Jensen Beach honored with Vermont Book Award

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Jensen Beach honored with Vermont Book Award

Jensen Beach

Jensen Beach

Jensen Beach

Jensen Beach

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Assistant Professor of Writing and Literature Jensen Beach was recently honored with the 2017 Vermont Book Award for his collection of short stories, “Swallowed by the Cold.”

While Beach says the recognition is gratifying, he is even happier to be considered a Vermont writer.

“It’s nice to feel like I’m completely embedded into the culture here and am [considered] a Vermont writer. It’s really pretty exciting,” he said.

Beach had no inkling that he would be receiving the award, noting that it was an honor just to be nominated alongside the other finalists.

“I would have been thrilled with anyone winning the award,” he said. “I had no sense that I was going to win. The books that were also nominated this year were phenomenal books. Liz Powell’s collection obviously is amazing, one of my favorite poetry collections from the last year. Alison Prine’s book ‘Steel’ was kind of heart breaking and amazing.”

Beach has even taught out of fellow finalist Robin McArthur’s book, “Half Wild,” in one of his fiction workshops last year.

According to Beach, one of the biggest influences on his work, including “Swallowed by the Cold,” was “Stories of Happy People” by Swedish author Lars Gustafsson.

“I read that book and I sat down and I was inspired by its tone, by its approach. Lars Gustafsson was a Swedish writer and a poet and so there’s kind of a sensibility to the sentences that made sense to me,” Beach said. “They were rooted in quiet, but at the same time somehow exciting in their poetry, and so I found that inspiring from the perspective of it being a Swedish writer . . . I remember reading that book, putting that book down and then immediately [starting] to write, and I wrote the first five or six pages in the book.”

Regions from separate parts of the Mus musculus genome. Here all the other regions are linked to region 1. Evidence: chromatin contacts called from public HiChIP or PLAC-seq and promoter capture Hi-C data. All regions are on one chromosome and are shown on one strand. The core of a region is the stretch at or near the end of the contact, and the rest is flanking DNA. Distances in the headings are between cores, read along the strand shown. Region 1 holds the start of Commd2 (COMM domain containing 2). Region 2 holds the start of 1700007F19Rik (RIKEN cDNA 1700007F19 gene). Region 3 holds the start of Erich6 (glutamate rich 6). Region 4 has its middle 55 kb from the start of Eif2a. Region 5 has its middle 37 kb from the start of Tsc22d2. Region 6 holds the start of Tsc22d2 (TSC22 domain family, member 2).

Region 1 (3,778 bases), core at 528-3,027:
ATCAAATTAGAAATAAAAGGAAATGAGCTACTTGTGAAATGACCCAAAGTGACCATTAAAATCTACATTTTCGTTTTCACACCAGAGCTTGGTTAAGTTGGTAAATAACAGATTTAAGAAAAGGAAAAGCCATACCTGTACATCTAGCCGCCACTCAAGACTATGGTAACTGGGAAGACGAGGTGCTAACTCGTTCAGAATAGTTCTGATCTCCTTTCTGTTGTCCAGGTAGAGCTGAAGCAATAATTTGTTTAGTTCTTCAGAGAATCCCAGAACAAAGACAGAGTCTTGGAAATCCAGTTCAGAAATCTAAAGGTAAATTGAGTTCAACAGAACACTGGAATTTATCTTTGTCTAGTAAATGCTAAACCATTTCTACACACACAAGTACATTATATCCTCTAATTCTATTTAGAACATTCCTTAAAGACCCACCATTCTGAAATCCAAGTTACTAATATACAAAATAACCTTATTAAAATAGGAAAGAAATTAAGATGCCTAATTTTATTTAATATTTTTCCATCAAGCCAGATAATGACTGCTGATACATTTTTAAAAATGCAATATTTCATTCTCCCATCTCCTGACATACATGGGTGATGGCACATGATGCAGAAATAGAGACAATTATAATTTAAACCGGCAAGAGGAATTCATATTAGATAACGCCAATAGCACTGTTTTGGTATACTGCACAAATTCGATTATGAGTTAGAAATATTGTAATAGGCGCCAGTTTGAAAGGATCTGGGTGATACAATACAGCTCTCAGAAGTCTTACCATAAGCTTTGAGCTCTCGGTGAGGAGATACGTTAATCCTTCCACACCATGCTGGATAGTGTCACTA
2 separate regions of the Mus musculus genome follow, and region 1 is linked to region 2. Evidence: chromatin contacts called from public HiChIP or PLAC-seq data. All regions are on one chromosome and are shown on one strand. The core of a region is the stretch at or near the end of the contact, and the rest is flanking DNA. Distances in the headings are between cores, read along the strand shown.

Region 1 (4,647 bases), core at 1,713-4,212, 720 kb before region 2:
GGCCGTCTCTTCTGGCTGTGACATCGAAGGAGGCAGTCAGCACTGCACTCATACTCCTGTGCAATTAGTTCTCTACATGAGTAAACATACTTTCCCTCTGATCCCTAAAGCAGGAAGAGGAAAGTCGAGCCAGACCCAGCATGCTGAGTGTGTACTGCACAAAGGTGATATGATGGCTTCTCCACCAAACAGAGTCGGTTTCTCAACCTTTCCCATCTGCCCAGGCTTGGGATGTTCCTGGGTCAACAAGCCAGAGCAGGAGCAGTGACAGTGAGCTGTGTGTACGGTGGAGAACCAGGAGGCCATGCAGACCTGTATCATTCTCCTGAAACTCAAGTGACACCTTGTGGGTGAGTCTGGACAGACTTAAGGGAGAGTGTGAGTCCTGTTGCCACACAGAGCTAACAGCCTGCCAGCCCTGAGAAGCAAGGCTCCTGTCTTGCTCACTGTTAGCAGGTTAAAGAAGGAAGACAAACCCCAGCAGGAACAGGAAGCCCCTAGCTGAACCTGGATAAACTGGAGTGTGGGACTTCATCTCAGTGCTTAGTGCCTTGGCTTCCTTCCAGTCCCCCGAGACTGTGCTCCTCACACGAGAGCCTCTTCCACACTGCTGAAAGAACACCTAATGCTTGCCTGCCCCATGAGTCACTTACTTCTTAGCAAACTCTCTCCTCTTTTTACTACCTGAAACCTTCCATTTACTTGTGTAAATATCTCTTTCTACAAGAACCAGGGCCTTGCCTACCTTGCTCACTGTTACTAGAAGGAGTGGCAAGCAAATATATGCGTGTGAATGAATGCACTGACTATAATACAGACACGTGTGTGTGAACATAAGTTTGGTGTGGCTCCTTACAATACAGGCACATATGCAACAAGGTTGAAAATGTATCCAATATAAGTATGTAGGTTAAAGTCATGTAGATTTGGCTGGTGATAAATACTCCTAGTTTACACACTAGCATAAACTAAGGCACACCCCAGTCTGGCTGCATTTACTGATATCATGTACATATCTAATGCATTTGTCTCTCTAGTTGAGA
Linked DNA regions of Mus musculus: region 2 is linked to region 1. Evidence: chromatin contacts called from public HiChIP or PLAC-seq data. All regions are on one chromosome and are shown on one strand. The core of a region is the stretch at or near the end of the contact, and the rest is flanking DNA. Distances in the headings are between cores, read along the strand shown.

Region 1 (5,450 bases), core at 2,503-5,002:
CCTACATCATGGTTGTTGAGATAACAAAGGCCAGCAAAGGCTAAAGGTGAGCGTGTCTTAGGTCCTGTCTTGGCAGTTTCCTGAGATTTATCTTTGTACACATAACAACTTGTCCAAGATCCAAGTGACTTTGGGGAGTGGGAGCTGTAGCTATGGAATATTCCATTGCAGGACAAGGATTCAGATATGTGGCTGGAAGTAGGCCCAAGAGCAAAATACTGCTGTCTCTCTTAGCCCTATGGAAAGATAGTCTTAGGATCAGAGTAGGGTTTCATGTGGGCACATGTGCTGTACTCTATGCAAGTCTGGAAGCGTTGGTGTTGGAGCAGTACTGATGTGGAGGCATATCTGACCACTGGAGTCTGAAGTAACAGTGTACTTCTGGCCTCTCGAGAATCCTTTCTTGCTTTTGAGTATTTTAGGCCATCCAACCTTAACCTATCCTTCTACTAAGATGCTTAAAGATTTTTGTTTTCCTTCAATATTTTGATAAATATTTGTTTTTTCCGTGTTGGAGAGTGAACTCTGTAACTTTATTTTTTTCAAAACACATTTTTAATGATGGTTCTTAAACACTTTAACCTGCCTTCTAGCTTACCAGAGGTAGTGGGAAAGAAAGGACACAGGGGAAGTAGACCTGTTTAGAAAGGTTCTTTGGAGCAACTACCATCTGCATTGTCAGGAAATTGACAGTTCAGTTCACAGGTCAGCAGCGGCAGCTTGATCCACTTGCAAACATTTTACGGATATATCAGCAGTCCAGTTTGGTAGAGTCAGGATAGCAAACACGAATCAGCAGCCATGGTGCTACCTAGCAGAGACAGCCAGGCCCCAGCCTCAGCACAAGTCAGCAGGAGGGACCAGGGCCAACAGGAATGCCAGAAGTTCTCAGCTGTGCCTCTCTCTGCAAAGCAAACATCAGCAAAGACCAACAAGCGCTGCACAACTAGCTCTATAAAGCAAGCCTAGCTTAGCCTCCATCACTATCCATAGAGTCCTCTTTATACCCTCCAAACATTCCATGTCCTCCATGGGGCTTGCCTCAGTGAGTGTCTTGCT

Beach’s writing hinges upon putting his characters through situations in which they face suffering without relying on massive events that are beyond the characters’ control, and that’s what he feels is part of why his book is successful.

“I think the characters in ‘Swallowed by the Cold’ are often suffering as a result of their own choices and not necessarily because of some big external variable,” he said. “Though certainly there are things in the book like that. But I think most of the suffering generated in the book is the way in which characters are thinking and the choices that they’re making and the values that they hold and the situations that they act out of. And, to my thinking as a writer, that’s what generates good fiction . . . characters who operate in kind of unexpected and painful ways. I’ll say that the stuff I’m working on now, the stories and the novel that I’m working on, the characters are flawed in similar ways to this book. I don’t know how to write stories in which characters don’t suffer. I’m kind of a masochist in that way.”

As for the award itself, he plans to keep it in his office at Johnson just as soon as he remembers to bring it in with him.

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